Willamette Valley/Metro – Turbidity levels on the Willamette remain at good levels, allowing the spring Chinook fishery on the mainstem to prosecute. Effort has been on the increase, and out of 1,658 angler trips, 23 springers were retained, and another 12 were released. Low success rates aren’t uncommon for this time of year, but a 66% mark rate (hatchery fish) is. Wild fish are making an uncommonly strong showing for this early in the season, that is likely to change. Sturgeon fishing remains best downstream of downtown Portland.
Columbia River salmon anglers are also starting to find some springers destined for the upper basin. These fish are often discernable by dark blotchy skin on their chins and underbellies. Still weeks away from peak migration, a third springer has finally bypassed Bonneville Dam. An angler’s best chance remains downstream of St. Helens, where Willamette bound springers are also likely to show.
Pro guide Jeff Stoeger (503-704-7920), of O2BFISHN Guide Service reports, the Sandy River is starting to slow for hatchery steelhead, and fair numbers of spring Chinook likely won’t show for many more weeks. The upper reaches, particularly around Cedar Creek will continue to offer up the best chances for a late hatchery fish. Wild steelhead, and some large ones, will not dominate the catches on this system.
The Clackamas is producing slow, but steady results. Fish are well distributed throughout the system but despite entering the peak season for this river, effort remains low which is indicative of success rates. River levels bumped again at mid-week, but should provide good opportunity by the weekend.
The Association of Northwest Steelheader’s 3rd annual Family Fish Camp was a success at Camp Angelos, and interested newcomers will have many different options to recreate under guidance from ODF&W in the coming weeks. The next family fishing event will take place in Canby Pond on April 7th. Search “Workshops and events” at www.myodfw.com.
Northwest – Steelheaders working the top two Tillamook systems (Wilson and Nestucca Rivers) continue to pull some nice hatchery broodstock fish from the district. Quality wild steelhead are also available in most north coast streams and a continuation of good water conditions should allow for good success rates for the upcoming week. The Nehalem should also be a good option, especially as other systems become lower and clearer with the forecasted weather pattern.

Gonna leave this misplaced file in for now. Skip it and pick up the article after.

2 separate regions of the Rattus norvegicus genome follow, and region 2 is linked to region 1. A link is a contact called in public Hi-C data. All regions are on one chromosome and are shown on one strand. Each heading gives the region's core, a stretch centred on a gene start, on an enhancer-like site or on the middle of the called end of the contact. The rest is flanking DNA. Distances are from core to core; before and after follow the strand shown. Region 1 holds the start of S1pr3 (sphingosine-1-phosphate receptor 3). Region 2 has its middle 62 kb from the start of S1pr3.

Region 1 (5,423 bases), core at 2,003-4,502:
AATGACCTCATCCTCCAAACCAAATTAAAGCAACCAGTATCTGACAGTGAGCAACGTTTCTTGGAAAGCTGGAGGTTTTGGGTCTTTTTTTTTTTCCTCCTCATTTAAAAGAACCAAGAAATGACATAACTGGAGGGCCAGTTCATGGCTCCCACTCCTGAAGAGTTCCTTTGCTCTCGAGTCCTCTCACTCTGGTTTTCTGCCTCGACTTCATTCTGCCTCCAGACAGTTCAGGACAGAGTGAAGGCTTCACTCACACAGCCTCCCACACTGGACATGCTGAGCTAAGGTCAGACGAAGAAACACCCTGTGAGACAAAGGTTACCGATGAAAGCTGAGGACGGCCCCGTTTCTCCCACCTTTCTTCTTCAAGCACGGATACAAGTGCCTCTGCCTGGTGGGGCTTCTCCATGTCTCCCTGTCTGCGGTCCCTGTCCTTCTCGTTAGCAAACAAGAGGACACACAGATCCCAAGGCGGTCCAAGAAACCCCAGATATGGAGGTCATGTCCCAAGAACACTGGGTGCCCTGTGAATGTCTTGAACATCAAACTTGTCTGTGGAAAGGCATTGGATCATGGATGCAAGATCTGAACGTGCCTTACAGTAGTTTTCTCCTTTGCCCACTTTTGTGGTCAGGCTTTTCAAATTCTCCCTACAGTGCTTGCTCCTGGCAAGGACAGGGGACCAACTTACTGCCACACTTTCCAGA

Surf perch fishing is turning on along many coastal beaches and is a great way to introduce newcomers to a productive fishery. Anglers must use extreme caution however, using proper safety gear as sneaker waves can be a hazard.
Jetty anglers are finding good success targeting nearby lingcod this time of year, with some reaching over 30 inches in length. The ocean was calm last week, allowing easy access to ample numbers of lingcod and seabass over nearshore reefs. Ocean and estuary crabbing has been challenging. Offshore anglers will have access to the all-depth fishery until the end of the month.
An aggressive trout stocking schedule begins in many lakes across the district this week, in preparation for spring break. You can check stocking schedules from the ODF&W web site.
Razor clam digging was pretty good for the very few that went digging at mid-week. The tides don’t have to be minus to get a limit, it just sounds better.
Southwest – From ODF&W
This last weekend provided some phenomenal ocean conditions allowing many anglers to get out for some bottomfish fishing. Lingcod limits were easy to come by, with reports of some larger males being caught relatively shallow. Rockfish limits have been taking a little more work, with many anglers reporting success. Other species showing up on bottomfish trips include kelp greenling, with some petrale sole mixed in.
In the flatfish fishery, creels typically include sanddabs, sand sole and Petrale sole. Creels from the Offshore longleader trips often consist of a nice grade of yellowtail, widow, and canary rockfishes.
Pete Heley from PeteHeley.com writes “As Winchester Bay’s offshore bottomfish season approaches its seasonal closure (the last day is March 31st), the fishing continues to be almost unbelievable.”
Galesville Reservoir is scheduled to get 2,000 trout this week, including 50 lunkers that at 7 to 15 pound as well as good numbers of trout from previous stockings.
Recent rains should make for some good fishing throughout the North Umpqua. The first confirmed catch of spring Chinook has been reported on the North Umpqua.
Winter steelhead fishing continues to be good in many rivers. Some hot spots include the Chetco, Elk and Illinois.
Eastern – Nothing from our friend Tim Moran this week, but we got this kind report from Hugh A. giving Tim some news for a change. Hugh writes, “Tim, I fished Billy Chinook on Sunday March 11. We were fishing Rapals and Herring. Boated 2 Bulltrout. One was 25 inches approx. 8 lbs. Released one at 20 inches. Both fish were caught with trolling herring and 8 inch protroll echip flasher. Thanks for your work!”
SW Washington – From WDF&W
I’m thinking maybe the reporter got furloughed this week? The WDFW report simply states:
Not hot but at least we sampled a couple fish.
235 salmonid boats and 218 bank anglers were counted during last Saturday’s flight